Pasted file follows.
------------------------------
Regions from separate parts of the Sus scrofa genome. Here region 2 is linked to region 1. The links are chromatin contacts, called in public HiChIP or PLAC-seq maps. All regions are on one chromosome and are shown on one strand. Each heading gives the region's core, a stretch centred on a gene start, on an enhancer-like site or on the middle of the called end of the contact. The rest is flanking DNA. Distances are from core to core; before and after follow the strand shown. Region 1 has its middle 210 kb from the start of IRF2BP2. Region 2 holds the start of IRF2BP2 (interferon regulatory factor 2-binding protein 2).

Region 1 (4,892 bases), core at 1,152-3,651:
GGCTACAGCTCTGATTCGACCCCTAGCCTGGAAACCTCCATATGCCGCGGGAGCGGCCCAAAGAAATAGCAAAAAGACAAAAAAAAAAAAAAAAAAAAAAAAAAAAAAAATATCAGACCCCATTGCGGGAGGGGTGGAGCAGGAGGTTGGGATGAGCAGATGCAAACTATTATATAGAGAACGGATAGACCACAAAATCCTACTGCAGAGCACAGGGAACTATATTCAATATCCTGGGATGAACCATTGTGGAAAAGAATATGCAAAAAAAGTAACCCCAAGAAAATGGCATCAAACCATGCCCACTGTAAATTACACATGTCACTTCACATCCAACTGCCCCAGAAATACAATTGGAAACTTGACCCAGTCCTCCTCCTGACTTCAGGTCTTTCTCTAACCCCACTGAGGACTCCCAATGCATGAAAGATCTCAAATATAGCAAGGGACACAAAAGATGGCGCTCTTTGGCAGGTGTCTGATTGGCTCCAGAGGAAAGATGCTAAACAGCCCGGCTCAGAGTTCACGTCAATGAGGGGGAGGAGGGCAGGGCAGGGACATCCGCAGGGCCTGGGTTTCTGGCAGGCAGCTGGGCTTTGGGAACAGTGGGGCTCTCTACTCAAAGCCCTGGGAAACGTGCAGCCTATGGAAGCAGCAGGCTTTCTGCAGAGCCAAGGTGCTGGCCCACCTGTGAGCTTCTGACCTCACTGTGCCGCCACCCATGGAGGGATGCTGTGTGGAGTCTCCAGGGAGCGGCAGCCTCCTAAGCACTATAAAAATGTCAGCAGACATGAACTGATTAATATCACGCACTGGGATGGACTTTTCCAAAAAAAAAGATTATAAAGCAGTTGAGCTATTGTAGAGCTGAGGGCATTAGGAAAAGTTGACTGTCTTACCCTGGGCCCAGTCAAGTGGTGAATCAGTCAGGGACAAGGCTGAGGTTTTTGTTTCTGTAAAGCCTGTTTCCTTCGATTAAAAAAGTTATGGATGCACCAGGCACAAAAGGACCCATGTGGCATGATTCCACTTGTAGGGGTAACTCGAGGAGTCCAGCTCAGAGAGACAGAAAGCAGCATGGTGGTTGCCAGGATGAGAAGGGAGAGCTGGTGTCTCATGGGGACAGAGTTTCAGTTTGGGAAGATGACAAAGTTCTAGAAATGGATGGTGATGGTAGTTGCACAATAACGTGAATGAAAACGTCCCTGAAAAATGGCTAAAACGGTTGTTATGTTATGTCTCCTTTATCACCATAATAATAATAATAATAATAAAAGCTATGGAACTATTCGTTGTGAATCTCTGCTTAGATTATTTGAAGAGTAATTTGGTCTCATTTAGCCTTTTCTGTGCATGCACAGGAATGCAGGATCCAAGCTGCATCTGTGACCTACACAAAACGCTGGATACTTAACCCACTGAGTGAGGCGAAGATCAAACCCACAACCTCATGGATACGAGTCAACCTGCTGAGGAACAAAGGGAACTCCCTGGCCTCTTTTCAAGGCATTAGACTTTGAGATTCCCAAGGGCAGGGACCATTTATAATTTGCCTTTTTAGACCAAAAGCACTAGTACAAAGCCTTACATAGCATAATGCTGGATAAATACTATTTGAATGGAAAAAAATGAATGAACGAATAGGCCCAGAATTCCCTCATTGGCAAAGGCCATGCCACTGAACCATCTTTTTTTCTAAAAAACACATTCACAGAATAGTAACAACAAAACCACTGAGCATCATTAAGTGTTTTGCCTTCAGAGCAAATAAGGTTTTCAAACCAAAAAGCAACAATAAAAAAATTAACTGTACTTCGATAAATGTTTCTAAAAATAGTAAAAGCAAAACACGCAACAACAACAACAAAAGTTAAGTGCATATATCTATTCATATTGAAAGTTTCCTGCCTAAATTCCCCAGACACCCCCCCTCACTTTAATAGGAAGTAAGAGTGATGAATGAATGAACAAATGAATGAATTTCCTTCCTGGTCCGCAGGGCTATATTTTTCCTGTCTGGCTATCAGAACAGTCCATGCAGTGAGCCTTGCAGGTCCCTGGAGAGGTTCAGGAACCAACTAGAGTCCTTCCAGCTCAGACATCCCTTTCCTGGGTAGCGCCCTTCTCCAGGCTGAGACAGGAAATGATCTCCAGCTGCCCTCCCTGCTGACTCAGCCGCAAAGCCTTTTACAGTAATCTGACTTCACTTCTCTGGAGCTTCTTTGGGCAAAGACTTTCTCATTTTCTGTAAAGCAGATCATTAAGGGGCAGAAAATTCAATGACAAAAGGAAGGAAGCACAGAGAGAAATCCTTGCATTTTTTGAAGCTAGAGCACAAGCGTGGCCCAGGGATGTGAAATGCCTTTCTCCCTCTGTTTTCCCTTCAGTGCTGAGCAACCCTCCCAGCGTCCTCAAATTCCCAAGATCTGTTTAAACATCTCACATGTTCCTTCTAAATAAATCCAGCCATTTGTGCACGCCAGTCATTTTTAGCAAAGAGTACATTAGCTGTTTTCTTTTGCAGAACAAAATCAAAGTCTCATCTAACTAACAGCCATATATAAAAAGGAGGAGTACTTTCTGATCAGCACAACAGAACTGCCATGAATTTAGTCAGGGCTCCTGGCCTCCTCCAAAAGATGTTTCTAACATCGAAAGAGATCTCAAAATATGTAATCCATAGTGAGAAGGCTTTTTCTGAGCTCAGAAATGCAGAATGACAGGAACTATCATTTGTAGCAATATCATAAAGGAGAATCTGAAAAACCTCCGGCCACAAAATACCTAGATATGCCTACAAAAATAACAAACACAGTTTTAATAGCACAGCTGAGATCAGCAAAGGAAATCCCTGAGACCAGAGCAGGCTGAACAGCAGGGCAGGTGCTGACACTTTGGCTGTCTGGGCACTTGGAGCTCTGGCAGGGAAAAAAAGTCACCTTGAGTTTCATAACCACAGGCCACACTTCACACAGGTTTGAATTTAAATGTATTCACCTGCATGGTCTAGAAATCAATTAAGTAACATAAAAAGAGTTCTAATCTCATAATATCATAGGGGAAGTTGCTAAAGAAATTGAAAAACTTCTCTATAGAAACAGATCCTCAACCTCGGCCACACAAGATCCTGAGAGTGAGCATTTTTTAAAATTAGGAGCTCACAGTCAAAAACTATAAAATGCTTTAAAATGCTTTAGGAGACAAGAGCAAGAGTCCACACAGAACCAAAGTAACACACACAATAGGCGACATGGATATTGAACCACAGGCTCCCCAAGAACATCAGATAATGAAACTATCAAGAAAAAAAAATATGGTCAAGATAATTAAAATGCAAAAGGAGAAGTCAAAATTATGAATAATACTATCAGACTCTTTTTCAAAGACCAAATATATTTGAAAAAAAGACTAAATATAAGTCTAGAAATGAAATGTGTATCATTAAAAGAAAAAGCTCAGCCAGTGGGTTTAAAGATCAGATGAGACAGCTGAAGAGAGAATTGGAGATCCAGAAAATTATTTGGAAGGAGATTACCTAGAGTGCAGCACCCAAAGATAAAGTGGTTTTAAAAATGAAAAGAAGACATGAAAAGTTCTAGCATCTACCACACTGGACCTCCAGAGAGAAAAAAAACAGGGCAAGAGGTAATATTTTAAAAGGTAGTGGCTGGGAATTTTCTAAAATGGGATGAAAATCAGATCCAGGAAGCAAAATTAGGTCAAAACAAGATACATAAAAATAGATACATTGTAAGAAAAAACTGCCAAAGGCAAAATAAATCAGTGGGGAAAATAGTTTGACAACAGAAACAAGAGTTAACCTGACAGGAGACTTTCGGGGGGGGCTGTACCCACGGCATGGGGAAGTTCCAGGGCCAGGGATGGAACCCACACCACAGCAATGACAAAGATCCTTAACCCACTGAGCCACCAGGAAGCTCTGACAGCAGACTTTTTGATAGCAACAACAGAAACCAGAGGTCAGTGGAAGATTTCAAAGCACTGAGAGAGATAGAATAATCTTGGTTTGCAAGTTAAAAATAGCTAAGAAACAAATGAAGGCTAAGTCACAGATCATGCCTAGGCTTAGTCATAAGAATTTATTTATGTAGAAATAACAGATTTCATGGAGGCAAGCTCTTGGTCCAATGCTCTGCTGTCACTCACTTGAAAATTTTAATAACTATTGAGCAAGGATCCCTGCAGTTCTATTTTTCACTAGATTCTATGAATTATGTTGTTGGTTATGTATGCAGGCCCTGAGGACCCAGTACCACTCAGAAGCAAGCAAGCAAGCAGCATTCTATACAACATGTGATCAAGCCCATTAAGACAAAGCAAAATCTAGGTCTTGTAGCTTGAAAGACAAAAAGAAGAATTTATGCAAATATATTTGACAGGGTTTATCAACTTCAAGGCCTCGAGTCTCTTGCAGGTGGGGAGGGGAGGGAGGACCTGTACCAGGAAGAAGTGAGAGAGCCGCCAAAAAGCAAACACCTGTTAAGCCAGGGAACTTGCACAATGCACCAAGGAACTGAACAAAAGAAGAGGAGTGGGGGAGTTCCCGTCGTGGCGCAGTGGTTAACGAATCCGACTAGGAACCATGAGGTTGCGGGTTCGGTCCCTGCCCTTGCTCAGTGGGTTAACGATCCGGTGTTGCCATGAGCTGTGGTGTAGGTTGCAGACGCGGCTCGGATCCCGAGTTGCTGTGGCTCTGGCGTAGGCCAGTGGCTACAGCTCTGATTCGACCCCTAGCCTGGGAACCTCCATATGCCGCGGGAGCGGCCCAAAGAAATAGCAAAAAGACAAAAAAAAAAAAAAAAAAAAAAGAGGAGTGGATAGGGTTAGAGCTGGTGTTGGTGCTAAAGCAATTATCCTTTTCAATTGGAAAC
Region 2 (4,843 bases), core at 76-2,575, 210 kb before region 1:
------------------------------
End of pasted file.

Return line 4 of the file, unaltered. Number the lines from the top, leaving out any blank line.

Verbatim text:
Region 2 (4,843 bases), core at 76-2,575, 210 kb before region 1: